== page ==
Lady Anne Luttrell, The Duchess of Cumberland (1743-1809)
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Full-length oil portrait of Anne Luttrell, the Duchess of Cumberland. Anne stands with her right elbow resting on a column pedestal, and her hand to her head. Her right leg is crossed over her left. She wears her hair in a tall style, topped with a blue cap or ribbon and a flowing white dress with blue ribbons crossed over her chest. She wears a wide bracelet on her right arm. She stares out at the viewer with heavily lidded eyes. She stands against a column and a low wall. Another column to the left is swathed in heavy red tasselled drapes. Behind the columns, there is a windswept landscape with several trees and a distant building on the left.
In posing Anne Luttrell looking seductively out at the viewer, Joshua Reynolds captured something of her entrancing beauty noted by contemporaries. Although deemed a commoner, Anne married Frederick Duke of Cumberland, the younger brother of George III, in 1771. Their scandalous union prompted the Royal Marriage Act of 1772 as well as Reynolds's flattering portrait.
Anne Luttrell was the daughter of Simon Luttrell, made the Earl of Carhampton in 1785. Horace Walpole remarked: 'The new Princess of the blood is a young widow of twenty four (sic), extremely pretty, not handsome, very well made, with the most amorous eyes in the world, and eyelashes a yard long. Coquette beyond measure, artful as Cleopatra, and completely mistress of all her passions and projects. Indeed, eyelashes three quarters of a yard shorter would have served to conquer such a head as she has turned.'
Anne's family were seen to be political opportunists – her brother gained a parliamentary seat, despite his rival's victory. Her first husband died in 1769, leaving her free to marry Frederick. Anne's marriage to the Duke of Cumberland horrified King George III. A marriage between a prince and a commoner de-legitimised any children from certain aspects of their inheritance. The Marriage Act brought in after their union stipulated that the descendents of George II (barring children of foreign-married princesses) had to get permission from the King to marry. The Duke of Cumberland refused to disavow the marriage and the King and Queen refused to see him.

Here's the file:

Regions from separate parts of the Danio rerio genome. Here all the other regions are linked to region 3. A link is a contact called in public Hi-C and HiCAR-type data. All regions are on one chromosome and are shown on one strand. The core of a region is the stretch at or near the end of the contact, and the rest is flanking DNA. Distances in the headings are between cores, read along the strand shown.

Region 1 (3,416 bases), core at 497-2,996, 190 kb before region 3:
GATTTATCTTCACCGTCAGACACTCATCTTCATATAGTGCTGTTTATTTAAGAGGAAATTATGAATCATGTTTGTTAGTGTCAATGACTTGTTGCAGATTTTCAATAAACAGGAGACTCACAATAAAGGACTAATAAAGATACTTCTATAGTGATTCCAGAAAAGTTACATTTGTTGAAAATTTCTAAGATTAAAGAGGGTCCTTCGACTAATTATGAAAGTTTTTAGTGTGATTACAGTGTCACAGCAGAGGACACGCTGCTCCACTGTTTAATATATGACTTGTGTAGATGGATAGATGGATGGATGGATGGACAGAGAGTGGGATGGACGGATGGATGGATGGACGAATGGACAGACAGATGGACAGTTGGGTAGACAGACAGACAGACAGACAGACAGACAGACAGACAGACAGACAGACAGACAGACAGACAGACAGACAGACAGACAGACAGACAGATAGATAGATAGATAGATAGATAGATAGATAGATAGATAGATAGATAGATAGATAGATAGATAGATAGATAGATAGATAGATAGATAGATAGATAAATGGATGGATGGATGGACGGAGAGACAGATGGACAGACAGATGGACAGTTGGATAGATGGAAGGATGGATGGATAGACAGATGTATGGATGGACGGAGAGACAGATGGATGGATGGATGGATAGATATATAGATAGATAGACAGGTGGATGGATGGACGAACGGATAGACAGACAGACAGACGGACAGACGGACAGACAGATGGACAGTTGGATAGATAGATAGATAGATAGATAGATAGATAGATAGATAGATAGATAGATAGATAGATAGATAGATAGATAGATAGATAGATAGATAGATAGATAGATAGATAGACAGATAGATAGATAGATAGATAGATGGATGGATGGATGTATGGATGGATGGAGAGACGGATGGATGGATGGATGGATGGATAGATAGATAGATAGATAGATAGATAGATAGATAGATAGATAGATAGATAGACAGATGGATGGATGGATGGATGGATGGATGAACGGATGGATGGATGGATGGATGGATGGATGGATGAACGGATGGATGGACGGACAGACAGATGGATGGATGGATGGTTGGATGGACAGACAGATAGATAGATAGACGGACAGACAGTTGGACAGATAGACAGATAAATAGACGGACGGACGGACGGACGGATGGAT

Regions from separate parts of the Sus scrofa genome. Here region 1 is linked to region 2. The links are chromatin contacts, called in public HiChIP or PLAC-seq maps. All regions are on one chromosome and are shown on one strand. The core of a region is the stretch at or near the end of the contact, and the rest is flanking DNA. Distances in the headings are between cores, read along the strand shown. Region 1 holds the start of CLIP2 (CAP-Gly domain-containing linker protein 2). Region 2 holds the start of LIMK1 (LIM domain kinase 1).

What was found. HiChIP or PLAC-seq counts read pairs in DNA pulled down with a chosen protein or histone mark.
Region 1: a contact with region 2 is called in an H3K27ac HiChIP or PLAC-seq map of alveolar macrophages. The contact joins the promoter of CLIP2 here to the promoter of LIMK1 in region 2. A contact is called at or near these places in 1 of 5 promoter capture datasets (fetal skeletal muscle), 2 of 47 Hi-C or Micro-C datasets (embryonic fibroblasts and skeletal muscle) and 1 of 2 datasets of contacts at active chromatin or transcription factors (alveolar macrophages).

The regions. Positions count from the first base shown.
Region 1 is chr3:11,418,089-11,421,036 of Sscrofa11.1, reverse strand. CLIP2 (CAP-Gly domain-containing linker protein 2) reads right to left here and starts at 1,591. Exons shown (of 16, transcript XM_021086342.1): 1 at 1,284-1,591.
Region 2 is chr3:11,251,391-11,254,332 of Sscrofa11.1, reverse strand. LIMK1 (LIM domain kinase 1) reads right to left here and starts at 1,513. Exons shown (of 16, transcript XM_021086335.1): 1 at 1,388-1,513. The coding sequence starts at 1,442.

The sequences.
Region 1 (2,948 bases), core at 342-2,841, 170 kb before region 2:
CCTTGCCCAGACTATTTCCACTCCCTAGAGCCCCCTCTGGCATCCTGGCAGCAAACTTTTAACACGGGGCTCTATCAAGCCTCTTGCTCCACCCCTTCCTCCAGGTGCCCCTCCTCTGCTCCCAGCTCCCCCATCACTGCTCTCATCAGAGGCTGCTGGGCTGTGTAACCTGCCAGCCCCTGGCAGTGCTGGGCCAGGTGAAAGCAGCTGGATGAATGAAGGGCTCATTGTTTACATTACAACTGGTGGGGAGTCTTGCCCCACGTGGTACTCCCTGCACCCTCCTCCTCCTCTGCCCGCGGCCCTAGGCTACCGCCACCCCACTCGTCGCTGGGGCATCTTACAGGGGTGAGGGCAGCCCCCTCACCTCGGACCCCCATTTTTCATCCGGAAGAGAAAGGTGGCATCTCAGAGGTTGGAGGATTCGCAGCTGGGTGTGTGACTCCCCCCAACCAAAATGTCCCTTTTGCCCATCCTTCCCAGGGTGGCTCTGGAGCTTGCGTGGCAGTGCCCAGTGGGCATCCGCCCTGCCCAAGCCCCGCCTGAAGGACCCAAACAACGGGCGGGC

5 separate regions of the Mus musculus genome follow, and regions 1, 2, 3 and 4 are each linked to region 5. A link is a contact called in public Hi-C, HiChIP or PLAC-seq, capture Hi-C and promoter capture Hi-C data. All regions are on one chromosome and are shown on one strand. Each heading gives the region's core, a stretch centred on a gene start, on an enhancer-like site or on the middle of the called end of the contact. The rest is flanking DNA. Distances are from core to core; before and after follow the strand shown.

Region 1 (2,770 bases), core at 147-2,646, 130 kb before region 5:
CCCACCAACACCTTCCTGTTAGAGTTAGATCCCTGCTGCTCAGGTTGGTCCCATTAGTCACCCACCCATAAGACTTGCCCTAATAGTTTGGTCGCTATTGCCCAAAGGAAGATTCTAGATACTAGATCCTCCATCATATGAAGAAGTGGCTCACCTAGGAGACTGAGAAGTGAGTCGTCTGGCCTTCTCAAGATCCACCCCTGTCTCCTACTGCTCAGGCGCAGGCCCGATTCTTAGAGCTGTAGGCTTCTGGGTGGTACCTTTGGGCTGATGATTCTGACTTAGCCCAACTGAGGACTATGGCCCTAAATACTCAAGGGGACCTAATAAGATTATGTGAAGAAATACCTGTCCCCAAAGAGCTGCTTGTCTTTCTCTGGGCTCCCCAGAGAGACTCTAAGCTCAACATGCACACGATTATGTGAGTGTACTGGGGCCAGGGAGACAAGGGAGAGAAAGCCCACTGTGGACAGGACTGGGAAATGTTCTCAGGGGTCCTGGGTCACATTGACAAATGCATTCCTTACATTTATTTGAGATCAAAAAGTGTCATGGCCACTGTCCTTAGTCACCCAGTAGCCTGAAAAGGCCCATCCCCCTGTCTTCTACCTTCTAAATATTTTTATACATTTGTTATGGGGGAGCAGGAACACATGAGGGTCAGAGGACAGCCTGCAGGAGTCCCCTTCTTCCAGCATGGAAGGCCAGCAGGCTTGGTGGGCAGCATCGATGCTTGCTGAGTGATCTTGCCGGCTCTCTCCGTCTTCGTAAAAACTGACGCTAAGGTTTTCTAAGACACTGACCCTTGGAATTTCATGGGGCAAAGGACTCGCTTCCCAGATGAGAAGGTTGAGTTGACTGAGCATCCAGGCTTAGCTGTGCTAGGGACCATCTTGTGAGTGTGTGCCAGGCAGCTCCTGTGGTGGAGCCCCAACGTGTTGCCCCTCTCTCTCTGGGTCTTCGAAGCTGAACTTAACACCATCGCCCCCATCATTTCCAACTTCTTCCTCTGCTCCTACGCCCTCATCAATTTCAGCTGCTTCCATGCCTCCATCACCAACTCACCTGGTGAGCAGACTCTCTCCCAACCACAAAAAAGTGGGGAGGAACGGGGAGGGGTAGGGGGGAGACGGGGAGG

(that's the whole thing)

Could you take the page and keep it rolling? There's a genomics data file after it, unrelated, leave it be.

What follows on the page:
Cumberland was not concerned with social status, so it was probably Anne who was determined to be recognized as a princess and forced the matter to the King's attention. The Duke's brother had married in secret in 1766, but had kept news of the union from the King. The difference in the temperaments of Anne and Frederick is reflected in an anecdote about one of the sittings for this portrait: 'the duke came in, tumbled about the room in his awkward manner, without speaking to Sir Joshua. The duchess thought it too bad, and whispered to him her opinion; upon which he came, and leaning upon Sir Joshua's chair while he was painting, said: 'What! you always begin with the head first, do you?' (see, Mannings and Postle, 2000).
The stately and solemn presentation of the Duchess in Reynolds's portrait, as well as the stress on her ability to turn heads with her eyes, was no doubt inspired by the Royal Marriage Act situation. The portrait was exhibited at the Royal Academy in 1773, along with Reynolds's portrait of the Duke, marking their union in a very public fashion. The pair were later painted by Gainsborough, who exhibited their portraits at the Royal Academy in 1777. Anne never paid for or claimed her portrait; it was still in Reynolds' studio at the time of his death.
Phillippa Plock, 2011
Dimensions (mm) / weight (mg)